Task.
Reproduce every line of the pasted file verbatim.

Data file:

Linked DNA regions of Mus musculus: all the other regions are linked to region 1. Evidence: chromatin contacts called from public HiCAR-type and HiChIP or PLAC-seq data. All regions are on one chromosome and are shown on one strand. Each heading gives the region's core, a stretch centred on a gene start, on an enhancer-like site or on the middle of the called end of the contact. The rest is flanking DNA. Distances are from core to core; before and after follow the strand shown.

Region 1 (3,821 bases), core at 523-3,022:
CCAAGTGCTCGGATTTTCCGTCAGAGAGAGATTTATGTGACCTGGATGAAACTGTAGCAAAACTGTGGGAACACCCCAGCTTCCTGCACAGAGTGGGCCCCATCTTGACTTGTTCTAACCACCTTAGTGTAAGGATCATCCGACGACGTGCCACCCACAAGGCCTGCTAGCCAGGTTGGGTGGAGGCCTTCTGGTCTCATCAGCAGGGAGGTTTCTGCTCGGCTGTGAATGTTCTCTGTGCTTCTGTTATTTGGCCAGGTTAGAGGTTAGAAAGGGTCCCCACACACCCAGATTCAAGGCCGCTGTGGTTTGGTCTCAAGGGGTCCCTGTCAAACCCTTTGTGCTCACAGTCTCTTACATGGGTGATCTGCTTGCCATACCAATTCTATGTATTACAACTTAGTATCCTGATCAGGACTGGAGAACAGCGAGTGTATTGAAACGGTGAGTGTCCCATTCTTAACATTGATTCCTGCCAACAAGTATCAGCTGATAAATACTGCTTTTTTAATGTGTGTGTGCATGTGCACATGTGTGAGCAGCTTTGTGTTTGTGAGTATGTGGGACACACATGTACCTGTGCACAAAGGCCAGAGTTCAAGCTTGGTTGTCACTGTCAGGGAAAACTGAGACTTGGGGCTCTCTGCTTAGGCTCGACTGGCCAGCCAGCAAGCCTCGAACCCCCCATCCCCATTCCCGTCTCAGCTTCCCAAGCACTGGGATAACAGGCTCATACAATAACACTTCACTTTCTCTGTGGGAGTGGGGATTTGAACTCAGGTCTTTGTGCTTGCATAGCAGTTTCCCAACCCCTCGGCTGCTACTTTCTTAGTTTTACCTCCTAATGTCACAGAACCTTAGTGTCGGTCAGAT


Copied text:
Linked DNA regions of Mus musculus: all the other regions are linked to region 1. Evidence: chromatin contacts called from public HiCAR-type and HiChIP or PLAC-seq data. All regions are on one chromosome and are shown on one strand. Each heading gives the region's core, a stretch centred on a gene start, on an enhancer-like site or on the middle of the called end of the contact. The rest is flanking DNA. Distances are from core to core; before and after follow the strand shown.

Region 1 (3,821 bases), core at 523-3,022:
CCAAGTGCTCGGATTTTCCGTCAGAGAGAGATTTATGTGACCTGGATGAAACTGTAGCAAAACTGTGGGAACACCCCAGCTTCCTGCACAGAGTGGGCCCCATCTTGACTTGTTCTAACCACCTTAGTGTAAGGATCATCCGACGACGTGCCACCCACAAGGCCTGCTAGCCAGGTTGGGTGGAGGCCTTCTGGTCTCATCAGCAGGGAGGTTTCTGCTCGGCTGTGAATGTTCTCTGTGCTTCTGTTATTTGGCCAGGTTAGAGGTTAGAAAGGGTCCCCACACACCCAGATTCAAGGCCGCTGTGGTTTGGTCTCAAGGGGTCCCTGTCAAACCCTTTGTGCTCACAGTCTCTTACATGGGTGATCTGCTTGCCATACCAATTCTATGTATTACAACTTAGTATCCTGATCAGGACTGGAGAACAGCGAGTGTATTGAAACGGTGAGTGTCCCATTCTTAACATTGATTCCTGCCAACAAGTATCAGCTGATAAATACTGCTTTTTTAATGTGTGTGTGCATGTGCACATGTGTGAGCAGCTTTGTGTTTGTGAGTATGTGGGACACACATGTACCTGTGCACAAAGGCCAGAGTTCAAGCTTGGTTGTCACTGTCAGGGAAAACTGAGACTTGGGGCTCTCTGCTTAGGCTCGACTGGCCAGCCAGCAAGCCTCGAACCCCCCATCCCCATTCCCGTCTCAGCTTCCCAAGCACTGGGATAACAGGCTCATACAATAACACTTCACTTTCTCTGTGGGAGTGGGGATTTGAACTCAGGTCTTTGTGCTTGCATAGCAGTTTCCCAACCCCTCGGCTGCTACTTTCTTAGTTTTACCTCCTAATGTCACAGAACCTTAGTGTCGGTCAGAT